Junior Carly Lynch said the six-week sessions were the main reason she chose Spalding, and they’ve helped her succeed in working toward a double major in health science and psychology.

Lynch knew she wanted to pursue a career in occupational therapy, and she liked that Spalding would put her on that path while letting her focus at any given time on just one or two of her important required courses, instead of five or six at once.

“I have Anatomy and Physiology II right now, and I’m able to spend all my time on Anatomy and Physiology II and really learn the material rather than just study for a test,” she said.

Walker-Payne echoed the sentiment, saying that the Spalding system gives students “the opportunity to really immerse themselves in subject matter over a short duration of time.”

“It allows them to progress through their degree program efficiently so long as they stay on track with their courses scheduled each session,” she said. “Absolutely, it’s a great way for students to dig deep into topics and really have an opportunity for deep learning.”

Good for working students

Spalding students who have jobs said the schedule format makes it more convenient for them.

Pre-nursing major Olivia Johnson said being able to focus on one or two classes at a time makes it easier for her to have her job working the night shift at UPS.

Sophomore Brandon Cochran, who is majoring in creative writing, said he’s able to hold two jobs – in the university writing center and at a grocery store.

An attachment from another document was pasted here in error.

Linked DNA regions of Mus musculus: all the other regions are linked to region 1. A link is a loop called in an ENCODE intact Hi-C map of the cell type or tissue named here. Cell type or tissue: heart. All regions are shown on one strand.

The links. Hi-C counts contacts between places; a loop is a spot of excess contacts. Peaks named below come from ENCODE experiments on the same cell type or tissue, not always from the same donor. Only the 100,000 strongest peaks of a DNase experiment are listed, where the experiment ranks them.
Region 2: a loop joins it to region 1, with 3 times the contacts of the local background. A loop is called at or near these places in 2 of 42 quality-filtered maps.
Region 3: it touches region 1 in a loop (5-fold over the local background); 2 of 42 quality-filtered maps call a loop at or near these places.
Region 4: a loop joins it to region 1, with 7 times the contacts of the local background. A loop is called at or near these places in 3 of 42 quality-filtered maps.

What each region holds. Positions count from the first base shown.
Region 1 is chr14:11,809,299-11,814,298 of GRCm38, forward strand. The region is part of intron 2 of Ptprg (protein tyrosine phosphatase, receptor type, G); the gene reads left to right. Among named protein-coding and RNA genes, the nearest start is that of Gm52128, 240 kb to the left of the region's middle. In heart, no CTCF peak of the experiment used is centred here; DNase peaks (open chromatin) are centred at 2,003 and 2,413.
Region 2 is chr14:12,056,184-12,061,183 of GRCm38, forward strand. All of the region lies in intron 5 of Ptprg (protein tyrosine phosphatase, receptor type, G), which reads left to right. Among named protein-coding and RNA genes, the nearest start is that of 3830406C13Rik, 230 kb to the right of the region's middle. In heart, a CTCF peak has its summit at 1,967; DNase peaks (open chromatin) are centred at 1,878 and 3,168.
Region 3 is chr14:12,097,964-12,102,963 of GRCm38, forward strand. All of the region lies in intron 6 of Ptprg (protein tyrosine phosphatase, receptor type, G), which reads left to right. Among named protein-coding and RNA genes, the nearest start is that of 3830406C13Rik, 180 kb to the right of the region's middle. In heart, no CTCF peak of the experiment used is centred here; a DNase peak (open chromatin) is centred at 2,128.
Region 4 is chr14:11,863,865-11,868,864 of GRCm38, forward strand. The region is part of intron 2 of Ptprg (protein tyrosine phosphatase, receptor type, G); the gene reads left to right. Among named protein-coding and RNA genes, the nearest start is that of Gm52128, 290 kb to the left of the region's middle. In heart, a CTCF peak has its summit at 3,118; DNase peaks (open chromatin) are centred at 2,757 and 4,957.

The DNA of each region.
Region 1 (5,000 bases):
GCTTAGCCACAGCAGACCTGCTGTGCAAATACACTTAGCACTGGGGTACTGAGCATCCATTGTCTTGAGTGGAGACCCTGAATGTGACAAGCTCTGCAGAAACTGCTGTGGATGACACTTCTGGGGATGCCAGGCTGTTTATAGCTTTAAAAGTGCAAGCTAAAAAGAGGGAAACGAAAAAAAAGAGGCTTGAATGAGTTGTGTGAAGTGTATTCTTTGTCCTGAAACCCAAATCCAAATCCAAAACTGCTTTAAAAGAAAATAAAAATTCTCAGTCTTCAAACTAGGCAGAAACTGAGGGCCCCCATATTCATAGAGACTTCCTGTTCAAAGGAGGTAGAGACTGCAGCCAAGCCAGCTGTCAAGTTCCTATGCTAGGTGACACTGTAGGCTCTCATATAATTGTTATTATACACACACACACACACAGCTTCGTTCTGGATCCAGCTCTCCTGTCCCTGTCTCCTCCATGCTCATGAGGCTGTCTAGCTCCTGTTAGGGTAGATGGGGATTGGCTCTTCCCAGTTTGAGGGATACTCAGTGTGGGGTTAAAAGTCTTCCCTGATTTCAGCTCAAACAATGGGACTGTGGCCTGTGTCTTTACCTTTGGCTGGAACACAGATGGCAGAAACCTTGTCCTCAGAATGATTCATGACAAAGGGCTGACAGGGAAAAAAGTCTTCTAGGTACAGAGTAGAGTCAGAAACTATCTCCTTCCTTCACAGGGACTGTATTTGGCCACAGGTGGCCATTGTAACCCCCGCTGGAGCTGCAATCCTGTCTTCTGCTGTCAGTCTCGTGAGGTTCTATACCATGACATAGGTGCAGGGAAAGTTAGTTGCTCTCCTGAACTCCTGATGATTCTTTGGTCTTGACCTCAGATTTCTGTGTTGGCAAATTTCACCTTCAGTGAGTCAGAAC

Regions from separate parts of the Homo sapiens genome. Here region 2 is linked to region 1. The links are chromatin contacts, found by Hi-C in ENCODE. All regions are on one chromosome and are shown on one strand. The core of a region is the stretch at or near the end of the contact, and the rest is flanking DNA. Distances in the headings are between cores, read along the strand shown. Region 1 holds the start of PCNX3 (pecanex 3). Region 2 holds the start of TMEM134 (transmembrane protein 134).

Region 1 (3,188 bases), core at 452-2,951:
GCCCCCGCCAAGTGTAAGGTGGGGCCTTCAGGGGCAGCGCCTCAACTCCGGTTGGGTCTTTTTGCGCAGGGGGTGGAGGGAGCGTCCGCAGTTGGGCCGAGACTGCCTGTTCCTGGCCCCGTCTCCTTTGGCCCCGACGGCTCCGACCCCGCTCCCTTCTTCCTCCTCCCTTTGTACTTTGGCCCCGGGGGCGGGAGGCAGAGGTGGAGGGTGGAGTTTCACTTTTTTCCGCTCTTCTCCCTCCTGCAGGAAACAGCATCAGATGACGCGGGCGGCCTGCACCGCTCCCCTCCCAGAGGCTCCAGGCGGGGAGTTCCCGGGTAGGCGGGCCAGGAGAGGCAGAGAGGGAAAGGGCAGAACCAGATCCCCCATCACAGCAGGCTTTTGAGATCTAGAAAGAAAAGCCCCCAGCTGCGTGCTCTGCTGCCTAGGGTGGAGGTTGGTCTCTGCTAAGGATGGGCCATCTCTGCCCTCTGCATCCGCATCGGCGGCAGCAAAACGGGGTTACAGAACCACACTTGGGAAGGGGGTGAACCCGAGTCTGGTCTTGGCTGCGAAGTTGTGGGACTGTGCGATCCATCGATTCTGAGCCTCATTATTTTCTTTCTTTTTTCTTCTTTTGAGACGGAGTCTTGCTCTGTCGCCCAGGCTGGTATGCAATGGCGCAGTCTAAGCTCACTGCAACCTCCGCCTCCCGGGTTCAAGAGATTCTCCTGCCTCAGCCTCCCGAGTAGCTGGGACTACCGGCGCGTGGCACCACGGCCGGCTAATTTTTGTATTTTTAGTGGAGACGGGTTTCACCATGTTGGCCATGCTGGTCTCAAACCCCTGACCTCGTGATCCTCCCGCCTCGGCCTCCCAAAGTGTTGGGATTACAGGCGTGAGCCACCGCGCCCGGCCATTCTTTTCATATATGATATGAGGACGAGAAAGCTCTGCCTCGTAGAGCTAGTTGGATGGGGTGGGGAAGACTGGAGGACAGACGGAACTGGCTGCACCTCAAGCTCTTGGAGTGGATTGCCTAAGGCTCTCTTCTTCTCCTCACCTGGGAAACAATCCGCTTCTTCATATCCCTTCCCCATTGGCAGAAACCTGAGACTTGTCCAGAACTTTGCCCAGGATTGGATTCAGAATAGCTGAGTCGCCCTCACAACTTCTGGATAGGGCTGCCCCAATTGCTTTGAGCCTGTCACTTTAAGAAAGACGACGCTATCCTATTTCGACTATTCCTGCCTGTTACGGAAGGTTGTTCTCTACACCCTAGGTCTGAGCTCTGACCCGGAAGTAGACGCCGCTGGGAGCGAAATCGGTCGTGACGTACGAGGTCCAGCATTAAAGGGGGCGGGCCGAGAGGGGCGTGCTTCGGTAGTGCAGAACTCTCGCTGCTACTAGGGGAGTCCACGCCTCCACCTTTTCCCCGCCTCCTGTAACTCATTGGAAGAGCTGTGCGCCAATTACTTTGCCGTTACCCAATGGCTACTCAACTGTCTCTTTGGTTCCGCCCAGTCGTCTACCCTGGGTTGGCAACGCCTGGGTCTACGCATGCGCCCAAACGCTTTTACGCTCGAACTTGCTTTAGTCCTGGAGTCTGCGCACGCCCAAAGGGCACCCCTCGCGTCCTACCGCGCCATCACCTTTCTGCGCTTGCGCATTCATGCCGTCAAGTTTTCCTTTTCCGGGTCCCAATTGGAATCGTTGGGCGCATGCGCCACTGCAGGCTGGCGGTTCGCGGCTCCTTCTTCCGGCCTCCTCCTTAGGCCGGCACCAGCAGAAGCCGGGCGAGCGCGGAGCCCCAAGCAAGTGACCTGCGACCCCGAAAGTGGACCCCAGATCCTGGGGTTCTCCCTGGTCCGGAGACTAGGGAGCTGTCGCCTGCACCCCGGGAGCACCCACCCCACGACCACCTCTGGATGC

“I would not have that opportunity (to work) if I didn’t have these lighter class sessions (as far as number of courses being taken) that go by faster,” he said. “So if (wanting or needing a job during college) is a big priority, Spalding is definitely a good place because this is one of the few places you are going to be able to work a lot of hours and also not ruin yourself (academically), because Spalding’s class schedule is so flexible and manageable.”

Every 6 weeks, take a break

Students said they enjoy the weeklong breaks that follow the completion of each six-week session.

On break weeks, students often take a vacation, relax at home or pick up a few hours at their jobs. Students said their parents enjoy it, too, because it offers families frequent chances to reconnect.

“It’s fantastic,” Cochran said. “I’m sure everybody likes having breaks; I know I do. And we still finish on time, still have regular holidays and stuff like that. I think it’s great.”

The school year at Spalding does last a little longer than at most universities, extending into mid-June, but the breaks in between make up for it, Lynch said.

“It’s awesome,” said Lynch, who took a trip to Florida during a break week this fall. “I didn’t really understand it at first. I wondered if we would be in school for the same time as everyone else (as far as the yearly calendar), but we get out the same time as everyone else. It’s just a little later – in June – but with getting a week off every six weeks it’s worth it.”